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Amsterdam native pens manuscript on battles with alcoholism

Tuesday, September 17, 2013 - Updated: 10:59 AM

By JESSICA NICOSIA

For The Recorder

Like many almost-90-year-olds, Amsterdam native James Pepe has a lot of wisdom to share.

But unlike many people, he has put great effort into sharing that wisdom with others.

Pepe, who has lived in Florida for much of his life, has written a 25-page manuscript on alcoholism, his own battle with the disease, his 47 years of working with others suffering from addictions, and his thoughts and opinions on the toll alcoholism can take on a life.

"He wanted to see if he could help people have the same kind of success he did," said Rick Pepe, 63, James' nephew, who is helping to edit the manuscript in preparation for publishing. Rick's background as a high school English teacher and his experience of putting his own career into a book led James to seek his nephew's help.

"He decided it would be good if he could get this published and in book form and get it in the hands of people who could really use the help," Rick Pepe said. "That's been his life's mission to share his success with other people."

James' manuscript, titled "All About Alcoholism, Drugs, Forgiveness, and You," is a 25-page informational text sprinkled with personal anecdotes from his own battle with alcoholism and his work with countless other sufferers over the years.

But he is adamant that he does not want any credit for his volunteer efforts with the organization Alcoholics Anonymous. Instead, he wants to help individuals and family members to better understand that alcoholism is "a thief that will steal your health, wealth, family and everything you may have held near and dear" and that alcoholics are "innocently victimized" by their genetic susceptibility and body chemistry.

"I'm just trying to convey information I know to the public, to help them," said James.

One of five children, James Pepe began working at a young age in the family restaurant started by his parents in the West End of Amsterdam. He is a World War II veteran, and suffered from alcohol addiction after he returned from that war. With the help of Alcoholics Anonymous and his sponsor Joe Centi, formerly of Amsterdam, he was able to recover and has remained sober since 1966.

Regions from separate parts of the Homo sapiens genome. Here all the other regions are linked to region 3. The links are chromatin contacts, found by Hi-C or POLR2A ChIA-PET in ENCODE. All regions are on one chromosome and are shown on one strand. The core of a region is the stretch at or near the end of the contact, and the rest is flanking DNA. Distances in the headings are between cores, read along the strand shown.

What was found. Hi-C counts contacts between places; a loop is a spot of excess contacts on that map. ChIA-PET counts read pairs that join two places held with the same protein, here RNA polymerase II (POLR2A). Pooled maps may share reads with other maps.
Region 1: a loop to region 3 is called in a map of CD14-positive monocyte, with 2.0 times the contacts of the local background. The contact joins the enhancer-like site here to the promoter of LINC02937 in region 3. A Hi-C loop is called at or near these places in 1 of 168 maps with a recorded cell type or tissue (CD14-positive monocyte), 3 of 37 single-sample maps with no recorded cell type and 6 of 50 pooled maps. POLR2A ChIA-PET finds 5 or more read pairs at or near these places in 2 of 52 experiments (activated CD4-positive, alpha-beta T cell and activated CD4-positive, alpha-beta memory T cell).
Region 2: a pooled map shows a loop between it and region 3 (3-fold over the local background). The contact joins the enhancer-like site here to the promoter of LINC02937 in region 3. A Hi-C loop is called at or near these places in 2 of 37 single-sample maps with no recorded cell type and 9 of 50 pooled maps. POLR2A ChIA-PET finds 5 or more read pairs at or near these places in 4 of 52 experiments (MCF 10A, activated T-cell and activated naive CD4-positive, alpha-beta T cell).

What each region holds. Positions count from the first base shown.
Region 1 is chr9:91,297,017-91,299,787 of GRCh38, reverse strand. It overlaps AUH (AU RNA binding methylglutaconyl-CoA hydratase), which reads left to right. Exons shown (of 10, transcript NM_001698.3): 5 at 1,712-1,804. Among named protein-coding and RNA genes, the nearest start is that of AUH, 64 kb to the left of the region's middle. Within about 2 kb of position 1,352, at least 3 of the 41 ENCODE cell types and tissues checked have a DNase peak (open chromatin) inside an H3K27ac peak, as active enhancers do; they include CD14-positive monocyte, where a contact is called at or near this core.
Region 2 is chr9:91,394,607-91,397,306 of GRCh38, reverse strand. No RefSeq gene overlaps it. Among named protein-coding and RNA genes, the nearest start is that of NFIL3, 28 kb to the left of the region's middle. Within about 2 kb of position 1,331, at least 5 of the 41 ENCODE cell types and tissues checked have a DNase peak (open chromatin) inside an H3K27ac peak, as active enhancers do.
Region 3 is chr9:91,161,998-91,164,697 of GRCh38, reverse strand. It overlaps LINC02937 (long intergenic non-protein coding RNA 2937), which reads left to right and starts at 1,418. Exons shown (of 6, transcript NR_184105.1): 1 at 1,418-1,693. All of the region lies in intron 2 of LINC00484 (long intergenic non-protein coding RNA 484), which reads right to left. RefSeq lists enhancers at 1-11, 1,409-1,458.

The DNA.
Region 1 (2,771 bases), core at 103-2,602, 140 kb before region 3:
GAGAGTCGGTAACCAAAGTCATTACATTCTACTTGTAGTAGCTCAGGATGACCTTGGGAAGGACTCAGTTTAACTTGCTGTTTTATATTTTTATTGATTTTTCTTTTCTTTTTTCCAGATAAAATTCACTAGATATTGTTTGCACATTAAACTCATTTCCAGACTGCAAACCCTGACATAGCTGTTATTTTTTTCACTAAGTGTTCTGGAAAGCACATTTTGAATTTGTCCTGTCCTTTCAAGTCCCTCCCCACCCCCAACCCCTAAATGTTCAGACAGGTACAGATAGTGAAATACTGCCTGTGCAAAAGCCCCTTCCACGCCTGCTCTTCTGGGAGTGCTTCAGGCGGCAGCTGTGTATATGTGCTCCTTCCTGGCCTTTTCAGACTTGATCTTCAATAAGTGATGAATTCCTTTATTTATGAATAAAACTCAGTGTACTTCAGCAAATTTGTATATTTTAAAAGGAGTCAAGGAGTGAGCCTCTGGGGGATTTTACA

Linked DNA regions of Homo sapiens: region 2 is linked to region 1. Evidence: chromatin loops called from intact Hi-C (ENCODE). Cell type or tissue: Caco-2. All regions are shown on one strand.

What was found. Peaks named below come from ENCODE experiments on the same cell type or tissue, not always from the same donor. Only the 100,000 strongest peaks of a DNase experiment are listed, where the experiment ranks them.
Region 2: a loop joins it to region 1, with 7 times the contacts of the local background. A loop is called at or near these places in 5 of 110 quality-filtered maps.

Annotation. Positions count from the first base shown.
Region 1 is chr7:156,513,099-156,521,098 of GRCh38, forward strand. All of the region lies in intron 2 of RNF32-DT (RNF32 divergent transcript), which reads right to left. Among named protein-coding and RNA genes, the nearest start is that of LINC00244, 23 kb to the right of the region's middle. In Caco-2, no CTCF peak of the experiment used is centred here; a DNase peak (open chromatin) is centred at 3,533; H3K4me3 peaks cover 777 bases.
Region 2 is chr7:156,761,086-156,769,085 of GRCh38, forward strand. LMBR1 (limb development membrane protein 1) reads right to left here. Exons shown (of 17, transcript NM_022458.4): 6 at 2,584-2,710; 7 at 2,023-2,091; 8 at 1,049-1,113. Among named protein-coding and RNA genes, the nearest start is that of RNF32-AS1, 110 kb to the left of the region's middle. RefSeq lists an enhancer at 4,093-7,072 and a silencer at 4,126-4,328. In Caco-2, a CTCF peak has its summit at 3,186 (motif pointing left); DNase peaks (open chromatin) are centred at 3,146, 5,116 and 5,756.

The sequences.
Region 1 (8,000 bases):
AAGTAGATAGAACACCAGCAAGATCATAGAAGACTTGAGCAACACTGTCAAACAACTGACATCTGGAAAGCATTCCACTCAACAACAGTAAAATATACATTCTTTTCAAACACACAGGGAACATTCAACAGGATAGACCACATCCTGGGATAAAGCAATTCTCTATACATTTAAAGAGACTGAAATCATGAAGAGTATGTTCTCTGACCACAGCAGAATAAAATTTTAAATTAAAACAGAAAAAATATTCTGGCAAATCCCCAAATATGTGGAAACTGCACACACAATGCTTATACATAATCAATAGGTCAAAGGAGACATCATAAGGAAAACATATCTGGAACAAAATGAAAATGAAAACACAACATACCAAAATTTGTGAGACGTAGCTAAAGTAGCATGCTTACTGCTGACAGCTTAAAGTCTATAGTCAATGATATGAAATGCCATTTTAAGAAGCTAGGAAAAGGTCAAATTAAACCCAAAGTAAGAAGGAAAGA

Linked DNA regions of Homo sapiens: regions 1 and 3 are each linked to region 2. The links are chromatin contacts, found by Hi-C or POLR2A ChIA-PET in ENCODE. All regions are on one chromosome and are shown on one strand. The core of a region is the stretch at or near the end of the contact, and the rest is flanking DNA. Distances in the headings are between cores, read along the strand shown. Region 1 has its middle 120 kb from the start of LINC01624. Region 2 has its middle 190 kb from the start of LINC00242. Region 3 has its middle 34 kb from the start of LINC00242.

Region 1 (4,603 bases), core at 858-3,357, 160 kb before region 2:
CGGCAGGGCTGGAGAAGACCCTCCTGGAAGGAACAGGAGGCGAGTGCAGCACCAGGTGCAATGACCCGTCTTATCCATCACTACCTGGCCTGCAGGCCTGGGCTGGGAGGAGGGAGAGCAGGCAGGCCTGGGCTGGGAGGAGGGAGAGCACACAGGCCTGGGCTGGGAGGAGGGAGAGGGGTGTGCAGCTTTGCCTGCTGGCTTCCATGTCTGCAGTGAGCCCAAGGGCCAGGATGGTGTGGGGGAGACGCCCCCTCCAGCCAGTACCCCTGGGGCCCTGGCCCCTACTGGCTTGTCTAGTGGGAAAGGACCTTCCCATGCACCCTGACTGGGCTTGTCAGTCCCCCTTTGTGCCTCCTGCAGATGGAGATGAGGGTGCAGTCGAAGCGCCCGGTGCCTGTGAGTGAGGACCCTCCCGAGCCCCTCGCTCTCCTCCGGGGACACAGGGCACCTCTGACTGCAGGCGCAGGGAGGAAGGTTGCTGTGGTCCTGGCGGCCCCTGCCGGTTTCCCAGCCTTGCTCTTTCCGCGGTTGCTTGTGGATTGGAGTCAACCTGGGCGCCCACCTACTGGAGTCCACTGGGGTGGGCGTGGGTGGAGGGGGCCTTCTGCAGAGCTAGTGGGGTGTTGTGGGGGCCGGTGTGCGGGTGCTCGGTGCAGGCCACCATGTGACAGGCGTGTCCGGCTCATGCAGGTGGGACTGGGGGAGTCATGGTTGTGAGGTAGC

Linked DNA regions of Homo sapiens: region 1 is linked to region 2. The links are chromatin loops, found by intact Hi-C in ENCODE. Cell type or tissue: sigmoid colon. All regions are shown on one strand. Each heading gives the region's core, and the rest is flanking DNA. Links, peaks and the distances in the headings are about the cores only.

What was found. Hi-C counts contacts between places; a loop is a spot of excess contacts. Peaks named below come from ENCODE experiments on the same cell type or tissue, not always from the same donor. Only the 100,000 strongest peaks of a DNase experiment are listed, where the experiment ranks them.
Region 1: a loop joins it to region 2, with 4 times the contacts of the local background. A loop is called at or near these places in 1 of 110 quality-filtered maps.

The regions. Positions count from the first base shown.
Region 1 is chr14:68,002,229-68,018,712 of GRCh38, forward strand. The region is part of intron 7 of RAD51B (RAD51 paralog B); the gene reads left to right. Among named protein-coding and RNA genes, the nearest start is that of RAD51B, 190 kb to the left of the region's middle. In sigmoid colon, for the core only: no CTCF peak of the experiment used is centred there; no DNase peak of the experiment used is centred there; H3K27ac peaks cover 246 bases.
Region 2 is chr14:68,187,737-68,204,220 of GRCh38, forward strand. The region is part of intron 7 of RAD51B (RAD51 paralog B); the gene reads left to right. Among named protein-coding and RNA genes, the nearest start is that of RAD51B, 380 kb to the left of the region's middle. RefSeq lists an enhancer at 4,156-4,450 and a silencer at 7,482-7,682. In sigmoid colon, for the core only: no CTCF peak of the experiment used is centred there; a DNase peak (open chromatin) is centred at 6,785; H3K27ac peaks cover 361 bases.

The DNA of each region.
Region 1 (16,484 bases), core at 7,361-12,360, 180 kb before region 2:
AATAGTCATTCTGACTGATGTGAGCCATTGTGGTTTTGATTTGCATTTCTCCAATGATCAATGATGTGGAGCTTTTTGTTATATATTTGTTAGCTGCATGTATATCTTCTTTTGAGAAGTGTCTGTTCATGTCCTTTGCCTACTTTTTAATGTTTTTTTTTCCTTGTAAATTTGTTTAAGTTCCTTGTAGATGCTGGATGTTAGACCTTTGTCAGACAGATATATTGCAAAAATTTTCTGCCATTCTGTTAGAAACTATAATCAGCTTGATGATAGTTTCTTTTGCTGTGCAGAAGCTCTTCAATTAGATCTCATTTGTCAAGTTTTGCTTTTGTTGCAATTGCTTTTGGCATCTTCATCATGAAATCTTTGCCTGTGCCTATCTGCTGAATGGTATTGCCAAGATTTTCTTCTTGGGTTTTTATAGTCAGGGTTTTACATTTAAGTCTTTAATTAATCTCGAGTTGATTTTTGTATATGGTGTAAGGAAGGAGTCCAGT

Soon after he recovered, James went back to work in the family restaurant, often acting as a bartender.

"I had to go back to work and so I chose the month of December, with all the holidays nearing, to take the challenge of bartending once again," James wrote in his manuscript. "I felt that if I could handle the holidays one day at a time, it would be the ultimate test and I made it, thanks to all the thinking tools provided by A.A."

"I always thought that was pretty brave to be a recovering alcoholic serving people liquor and beer while resisting it yourself," Rick Pepe said. "He sought that job because he wanted to see if he couldn't identify other people who might have a problem with alcohol and get them on the road to recovery."

And helping alcoholics is what he has been doing for the past 47 years. The manuscript recounts the difficulties with doing so in the 1960s and '70s, when hospitals had a policy of not accepting alcoholics for detoxification, and there were no detoxification centers as there are today.

"In those days, we had no facilities to treat these individuals except our homes, when permissible," he wrote. He recounted stories over the phone from his home in Florida of how he would drive around in his car with people who he was helping, trying to keep them away from alcohol while they were detoxing.

"I regarded every newcomer as a newborn babe," wrote James. "I realized how frail, fragile and confused the individual would be ... my only approach was to give the person TLC."

Sister Mary Theresa of St. Mary's Hospital was instrumental in opening the doors of the hospital for admission to alcoholics, according to the manuscript.

While he has no estimate of how many people he has helped through the years, James has found many common themes to the addiction which he recounted in his writing, including: "once somebody recovers, they're all good people," "it's a disease, not a bad habit," "it involves the 'merry-go-round syndrome' -- so easy to get on, so hard to get off," as well as practical advice on "self-inventory," or not getting discouraged if you relapse.

"The best remedy for maintaining sobriety one day at a time is to try and give sobriety away to others," he wrote.

James' number-one piece of advice in the manuscript is "Prevention, Exposure, Protection, and Exemplification": the four steps to making sure children are informed of the hereditary information, dangers and risks associated with alcohol and other addictive substances. He hopes that some day the stigma of alcoholism will be overshadowed by the efforts to prevent it from continuing in families prone to the disease.

"He really doesn't want any recognition," said Rick. "It's been his life's mission to share his success with other people.

"I know how it felt to hold my book in my hand, and the feeling of accomplishment, and I want him to have that, too."

     

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